Traditional file-systems (NTFS, HFS+, ext3, etc) maintain a similar in-memory working cache of parts of the file-system Index and write-buffers. These caches and write-buffers help improve file-system performance. At any point with these traditional systems there is the potential for the same types of data loss described above if the in-memory file-system Index has not been flushed to the storage media. This is the primary reason for requiring an explicit unmount operation before disconnecting a hard drive from a running system. In Linux, the unmount operation is performed using the “umount” command. In Windows, the unmount operation is performed using the “Safely Eject Device” GUI action.

In modern systems a background kernel thread takes periodic action to reduce the this risk of data loss by triggering a flush of the in-memory file-system Index cache. This periodic action is typically performed every 5 seconds and flushes any changes to mounted file-systems. As a result, the window of risk with traditional file-systems is limited to the last 5 seconds of operation.

LTFS v1.2

With LTFS-SDE v1.2 we added two new sync() behaviors to help reduce the risk of data loss. These behaviors have different semantics and are appropriate in different user scenarios. The new behaviors are:

  • Time-based sync, and
  • Sync-on-close.

“Time-based sync” behaves as logically equivalent to the traditional operating system driven sync() operation. That is, the file-system flushes the in-memory Index to the media periodically at a defined time duration between each flush. When a Index flush is scheduled, the metadata is only written to disk if there has been some change since the preceding flush. The sequential nature of tape prompted me to set the default time period for time-based sync at 5 minutes. Thus the user is exposed to data loss for only the past 5 minutes of operation. On balance I felt that 5 minutes was a reasonable compromise between “wasting” a large amount of tape space for frequent Index updates versus the time period during which the user is exposed to data loss. The default time period can be overridden at mount time by users who have particular requirements.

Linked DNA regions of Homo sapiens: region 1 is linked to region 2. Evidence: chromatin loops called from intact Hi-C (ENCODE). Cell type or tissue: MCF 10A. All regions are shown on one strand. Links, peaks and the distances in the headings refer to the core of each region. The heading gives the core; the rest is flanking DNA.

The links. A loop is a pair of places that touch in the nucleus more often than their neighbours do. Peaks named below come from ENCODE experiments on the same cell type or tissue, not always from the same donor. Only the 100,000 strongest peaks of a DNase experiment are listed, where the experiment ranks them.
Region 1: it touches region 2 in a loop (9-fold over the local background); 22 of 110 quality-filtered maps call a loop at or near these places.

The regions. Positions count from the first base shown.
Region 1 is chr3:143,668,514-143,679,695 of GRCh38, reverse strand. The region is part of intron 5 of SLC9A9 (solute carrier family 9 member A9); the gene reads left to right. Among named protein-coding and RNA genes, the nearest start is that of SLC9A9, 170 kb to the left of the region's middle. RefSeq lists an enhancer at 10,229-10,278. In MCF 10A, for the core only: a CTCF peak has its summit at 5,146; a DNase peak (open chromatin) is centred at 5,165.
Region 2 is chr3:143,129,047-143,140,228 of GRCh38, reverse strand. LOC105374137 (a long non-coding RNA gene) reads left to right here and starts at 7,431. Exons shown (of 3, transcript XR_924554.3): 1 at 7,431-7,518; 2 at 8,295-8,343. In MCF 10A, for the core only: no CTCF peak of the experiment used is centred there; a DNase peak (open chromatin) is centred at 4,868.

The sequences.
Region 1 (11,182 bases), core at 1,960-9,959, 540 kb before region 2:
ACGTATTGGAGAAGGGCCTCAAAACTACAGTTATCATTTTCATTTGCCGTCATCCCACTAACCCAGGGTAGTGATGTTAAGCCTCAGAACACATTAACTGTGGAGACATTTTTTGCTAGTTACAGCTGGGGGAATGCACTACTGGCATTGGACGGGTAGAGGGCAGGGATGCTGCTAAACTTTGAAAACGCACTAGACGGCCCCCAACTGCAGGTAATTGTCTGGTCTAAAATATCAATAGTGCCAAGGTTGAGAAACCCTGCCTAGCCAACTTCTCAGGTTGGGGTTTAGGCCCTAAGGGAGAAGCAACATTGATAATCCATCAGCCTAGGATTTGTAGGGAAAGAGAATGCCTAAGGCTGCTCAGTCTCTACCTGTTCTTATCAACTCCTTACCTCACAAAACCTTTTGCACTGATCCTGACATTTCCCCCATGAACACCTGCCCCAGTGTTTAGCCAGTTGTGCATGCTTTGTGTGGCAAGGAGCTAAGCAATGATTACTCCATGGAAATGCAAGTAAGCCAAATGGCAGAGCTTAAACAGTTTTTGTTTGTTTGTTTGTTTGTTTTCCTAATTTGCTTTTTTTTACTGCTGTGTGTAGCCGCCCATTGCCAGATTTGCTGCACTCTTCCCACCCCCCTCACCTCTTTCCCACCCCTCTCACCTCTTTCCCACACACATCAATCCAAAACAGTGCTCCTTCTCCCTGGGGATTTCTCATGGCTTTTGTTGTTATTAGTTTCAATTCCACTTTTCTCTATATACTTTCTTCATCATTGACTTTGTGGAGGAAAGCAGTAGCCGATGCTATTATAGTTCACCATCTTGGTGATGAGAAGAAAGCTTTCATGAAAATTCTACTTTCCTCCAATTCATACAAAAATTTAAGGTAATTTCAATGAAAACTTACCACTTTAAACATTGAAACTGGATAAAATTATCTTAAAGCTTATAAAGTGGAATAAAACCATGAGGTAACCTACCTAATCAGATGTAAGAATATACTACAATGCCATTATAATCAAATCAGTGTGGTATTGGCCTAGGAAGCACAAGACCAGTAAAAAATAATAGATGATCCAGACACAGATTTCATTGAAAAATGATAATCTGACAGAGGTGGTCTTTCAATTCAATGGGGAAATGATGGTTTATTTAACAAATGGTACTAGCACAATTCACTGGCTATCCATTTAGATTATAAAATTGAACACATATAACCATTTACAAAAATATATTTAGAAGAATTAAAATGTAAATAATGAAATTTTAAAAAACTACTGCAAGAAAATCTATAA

“Sync-on-close” provides a sync() semantic where each time a file is closed the in-memory Index is flushed to the media if the Index has been updated. This ensures that each time the user finishes operating on a file all changes in the file-system are flushed to the media. Some metadata changes do not involve a close() operation. With these metadata operations there is potential risk to losing the result of these operations in the event of power-loss. Myself and the other members of the LTFS development team felt that the metadata operations that remain at risk are operations that can tolerate higher risk than file-content.

In LTFS-SDE v1.2 the user can specify “time-based sync” or “sync-on-close” at file-system mount time. The desired sync() behavior can also be configured system-wide in the ltfs configuration file.

If “time-based sync” or “sync-on-close” are enabled the file-system will still perform a sync() during unmount operations.

Manual sync()

LTFS-SDE v1.2 also exposes the ability for the user (or an application) to manually trigger a file system sync() by writing to the ltfs.sync extended attribute. If this sync() is triggered while there are open file handles there is the potential that the Index written will contain partially written files.

All versions of LTFS-SDE to date ignore sync() system calls from user-space. This is a limitation of the FUSE library. The FUSE developers are rightfully concerned about a FUSE-based file-system taking an arbitrarily long time to complete a sync() during which the whole system will be blocked. The ltfs.sync extended attribute and the time-based sync are approaches to provide traditional sync() functionality without FUSE support for the sync() system call.